Subsequent releases on Stormy Forest, including Live on Stage (1972) and Mixed Bag II (1974), rose no higher than No. 126 on the Billboard 200. However, he remained an internationally popular concert attraction while also experimenting with acting, appearing as Othello in "Catch My Soul" (1974), a film version of Jack Good's modern-day version of the Shakespeare play. Three years later, he landed a supporting role in "Greased Lightning" (1977), a biopic of pioneering African-American race-car driver Wendell Scott (Richard Pryor). He also continued to record albums until 1977, when he took a four-year hiatus from the studio to concentrate on his career as a touring artist. During this period, Havens also campaigned on behalf of environmental education for children, co-founding the Northwind Undersea Institute in 1976. Havens divided his musical career in the 1980s between concerts and recording musical tracks for a variety of television advertisements, including spots for NBC, CBS, Amtrak and Maxwell House Coffee. Towards the end of the decade, he returned to the albums chart with Simple Things, a collection of new material and covers that reached No. 173. The late '80s and early 1990s saw a flurry of releases by Havens, who signed his first contract with a major recording company in over 15 years when he joined Epic's roster in 1991. Major performances, including the 1993 inauguration of President Bill Clinton and a Tibetan Freedom Concert in 1999, followed, as did The Natural Guard, a nationwide environmental education program.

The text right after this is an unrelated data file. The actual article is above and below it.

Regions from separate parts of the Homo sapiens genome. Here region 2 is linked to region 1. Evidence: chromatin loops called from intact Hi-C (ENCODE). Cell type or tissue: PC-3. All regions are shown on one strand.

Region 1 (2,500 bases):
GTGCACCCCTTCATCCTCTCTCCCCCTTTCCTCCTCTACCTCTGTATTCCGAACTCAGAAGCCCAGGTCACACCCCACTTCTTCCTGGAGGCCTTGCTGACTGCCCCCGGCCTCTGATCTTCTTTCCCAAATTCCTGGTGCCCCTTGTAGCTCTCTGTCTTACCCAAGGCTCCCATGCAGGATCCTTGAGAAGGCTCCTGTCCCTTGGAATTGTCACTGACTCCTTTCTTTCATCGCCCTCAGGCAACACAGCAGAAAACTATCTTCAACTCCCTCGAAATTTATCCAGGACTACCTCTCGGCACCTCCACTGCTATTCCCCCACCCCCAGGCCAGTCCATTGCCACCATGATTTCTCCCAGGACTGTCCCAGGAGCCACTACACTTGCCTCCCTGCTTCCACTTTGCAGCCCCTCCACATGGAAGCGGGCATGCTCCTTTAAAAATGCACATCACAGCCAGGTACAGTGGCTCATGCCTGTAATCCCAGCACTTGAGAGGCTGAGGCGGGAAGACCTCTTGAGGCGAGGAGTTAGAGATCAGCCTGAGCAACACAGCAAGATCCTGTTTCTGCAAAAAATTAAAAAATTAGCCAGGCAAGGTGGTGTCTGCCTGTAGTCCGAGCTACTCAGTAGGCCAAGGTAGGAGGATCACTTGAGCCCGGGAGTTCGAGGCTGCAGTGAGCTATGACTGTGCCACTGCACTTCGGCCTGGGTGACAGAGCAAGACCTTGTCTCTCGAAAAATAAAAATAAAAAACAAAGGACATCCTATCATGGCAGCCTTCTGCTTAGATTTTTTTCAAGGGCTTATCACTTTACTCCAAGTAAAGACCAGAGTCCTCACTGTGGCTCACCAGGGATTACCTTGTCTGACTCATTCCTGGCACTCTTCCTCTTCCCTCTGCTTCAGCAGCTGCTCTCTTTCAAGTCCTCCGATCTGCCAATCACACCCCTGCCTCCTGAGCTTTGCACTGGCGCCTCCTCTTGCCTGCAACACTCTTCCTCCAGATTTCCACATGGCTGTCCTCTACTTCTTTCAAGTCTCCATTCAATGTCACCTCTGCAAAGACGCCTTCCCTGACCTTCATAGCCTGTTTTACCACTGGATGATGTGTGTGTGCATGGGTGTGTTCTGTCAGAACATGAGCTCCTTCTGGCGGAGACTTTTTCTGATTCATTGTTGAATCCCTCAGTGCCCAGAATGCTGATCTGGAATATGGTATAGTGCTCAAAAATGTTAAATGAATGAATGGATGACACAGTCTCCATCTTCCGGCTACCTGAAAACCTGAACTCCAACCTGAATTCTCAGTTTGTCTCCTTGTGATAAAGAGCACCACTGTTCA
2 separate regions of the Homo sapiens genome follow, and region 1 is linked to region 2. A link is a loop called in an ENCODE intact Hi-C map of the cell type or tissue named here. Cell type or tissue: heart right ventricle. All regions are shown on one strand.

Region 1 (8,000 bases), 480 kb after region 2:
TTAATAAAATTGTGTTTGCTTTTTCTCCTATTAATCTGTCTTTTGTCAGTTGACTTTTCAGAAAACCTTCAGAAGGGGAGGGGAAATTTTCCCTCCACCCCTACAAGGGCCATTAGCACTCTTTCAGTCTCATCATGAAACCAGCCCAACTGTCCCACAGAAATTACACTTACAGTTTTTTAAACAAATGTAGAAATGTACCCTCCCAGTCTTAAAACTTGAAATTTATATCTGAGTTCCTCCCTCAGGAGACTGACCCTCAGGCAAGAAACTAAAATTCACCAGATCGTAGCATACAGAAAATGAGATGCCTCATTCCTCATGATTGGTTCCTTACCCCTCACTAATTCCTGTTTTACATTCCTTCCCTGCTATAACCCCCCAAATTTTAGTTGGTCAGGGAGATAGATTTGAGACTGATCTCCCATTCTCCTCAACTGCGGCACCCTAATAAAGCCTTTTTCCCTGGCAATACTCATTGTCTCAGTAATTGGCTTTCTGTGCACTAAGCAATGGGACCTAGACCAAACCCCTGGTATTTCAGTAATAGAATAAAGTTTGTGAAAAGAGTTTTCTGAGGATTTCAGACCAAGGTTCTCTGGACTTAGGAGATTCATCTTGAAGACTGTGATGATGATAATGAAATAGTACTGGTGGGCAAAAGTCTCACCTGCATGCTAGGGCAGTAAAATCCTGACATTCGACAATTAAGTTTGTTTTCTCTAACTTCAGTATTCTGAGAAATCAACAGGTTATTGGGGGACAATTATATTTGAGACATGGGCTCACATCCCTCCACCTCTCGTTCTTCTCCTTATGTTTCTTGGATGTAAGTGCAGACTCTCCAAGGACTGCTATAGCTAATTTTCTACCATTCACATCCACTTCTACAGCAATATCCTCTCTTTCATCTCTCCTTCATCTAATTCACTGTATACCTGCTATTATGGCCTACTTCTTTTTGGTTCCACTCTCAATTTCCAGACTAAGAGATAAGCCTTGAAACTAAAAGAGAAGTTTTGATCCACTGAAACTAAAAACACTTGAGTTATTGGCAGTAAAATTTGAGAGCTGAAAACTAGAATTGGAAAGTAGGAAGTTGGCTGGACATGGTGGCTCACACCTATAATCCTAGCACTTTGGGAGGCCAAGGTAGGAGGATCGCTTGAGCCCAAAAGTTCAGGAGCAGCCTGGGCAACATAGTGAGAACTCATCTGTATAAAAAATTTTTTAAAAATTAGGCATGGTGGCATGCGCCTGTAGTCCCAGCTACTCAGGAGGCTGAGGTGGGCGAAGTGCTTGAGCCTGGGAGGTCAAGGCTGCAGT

In 2000, Havens collaborated with electronic music act Groove Armada for the single "Hands of Time," which appeared on the soundtracks for the thrillers "Collateral" (2004) and "Domino" (2005). Havens also published his autobiography, They Can't Hide Us Anymore, in 2000, which was followed by two well-regarded albums, Wishing Well (2002) and Grace of the Sun (2004). He returned to acting in 2007 for "I'm Not There," Todd Haynes' meta-biopic of Bob Dylan which featured Havens' performance of the legendary singer's "Tombstone Blues." Havens returned to Verve Forecast for the 2008 album Nobody Left to Crown, which featured covers of songs by the Who, Jackson Browne and Peter Yarrow, as well as original material. The following year, he appeared alongside John Legend, The Roots, Angie Stone and TV on the Radio in "Soundtrack for a Revolution" (2009), a documentary about the civil rights movement that featured new versions of classic songs associated with the freedom movement. Havens returned to his regular touring schedule for the next three years before health issues forced him to retire from performing in 2012. He died of cardiac arrest the following year on April 22, fittingly enough on Earth Day, prompting an outpouring of tributes for the revered folk icon.